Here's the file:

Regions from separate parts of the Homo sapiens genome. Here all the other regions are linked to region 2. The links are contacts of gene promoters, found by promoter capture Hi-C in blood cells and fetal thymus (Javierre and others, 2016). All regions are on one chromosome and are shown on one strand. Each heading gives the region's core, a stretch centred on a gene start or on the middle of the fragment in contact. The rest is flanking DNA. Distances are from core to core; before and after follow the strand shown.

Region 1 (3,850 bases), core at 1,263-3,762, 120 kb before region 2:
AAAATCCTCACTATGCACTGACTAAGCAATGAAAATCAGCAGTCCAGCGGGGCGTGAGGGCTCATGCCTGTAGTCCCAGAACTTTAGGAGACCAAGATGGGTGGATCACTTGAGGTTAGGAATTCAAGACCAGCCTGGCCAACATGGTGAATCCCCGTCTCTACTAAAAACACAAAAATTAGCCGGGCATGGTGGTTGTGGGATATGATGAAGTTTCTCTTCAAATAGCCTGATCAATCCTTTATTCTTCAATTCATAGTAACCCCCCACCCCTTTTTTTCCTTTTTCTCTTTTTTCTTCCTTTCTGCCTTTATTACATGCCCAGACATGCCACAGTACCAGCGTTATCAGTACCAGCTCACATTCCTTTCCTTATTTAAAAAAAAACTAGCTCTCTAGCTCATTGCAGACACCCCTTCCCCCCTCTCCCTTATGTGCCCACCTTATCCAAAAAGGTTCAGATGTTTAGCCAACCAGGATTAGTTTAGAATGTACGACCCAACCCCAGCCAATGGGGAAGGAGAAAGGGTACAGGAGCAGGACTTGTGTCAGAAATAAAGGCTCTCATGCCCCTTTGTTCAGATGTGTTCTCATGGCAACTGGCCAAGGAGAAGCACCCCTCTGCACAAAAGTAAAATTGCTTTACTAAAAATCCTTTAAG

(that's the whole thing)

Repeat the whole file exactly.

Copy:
Regions from separate parts of the Homo sapiens genome. Here all the other regions are linked to region 2. The links are contacts of gene promoters, found by promoter capture Hi-C in blood cells and fetal thymus (Javierre and others, 2016). All regions are on one chromosome and are shown on one strand. Each heading gives the region's core, a stretch centred on a gene start or on the middle of the fragment in contact. The rest is flanking DNA. Distances are from core to core; before and after follow the strand shown.

Region 1 (3,850 bases), core at 1,263-3,762, 120 kb before region 2:
AAAATCCTCACTATGCACTGACTAAGCAATGAAAATCAGCAGTCCAGCGGGGCGTGAGGGCTCATGCCTGTAGTCCCAGAACTTTAGGAGACCAAGATGGGTGGATCACTTGAGGTTAGGAATTCAAGACCAGCCTGGCCAACATGGTGAATCCCCGTCTCTACTAAAAACACAAAAATTAGCCGGGCATGGTGGTTGTGGGATATGATGAAGTTTCTCTTCAAATAGCCTGATCAATCCTTTATTCTTCAATTCATAGTAACCCCCCACCCCTTTTTTTCCTTTTTCTCTTTTTTCTTCCTTTCTGCCTTTATTACATGCCCAGACATGCCACAGTACCAGCGTTATCAGTACCAGCTCACATTCCTTTCCTTATTTAAAAAAAAACTAGCTCTCTAGCTCATTGCAGACACCCCTTCCCCCCTCTCCCTTATGTGCCCACCTTATCCAAAAAGGTTCAGATGTTTAGCCAACCAGGATTAGTTTAGAATGTACGACCCAACCCCAGCCAATGGGGAAGGAGAAAGGGTACAGGAGCAGGACTTGTGTCAGAAATAAAGGCTCTCATGCCCCTTTGTTCAGATGTGTTCTCATGGCAACTGGCCAAGGAGAAGCACCCCTCTGCACAAAAGTAAAATTGCTTTACTAAAAATCCTTTAAG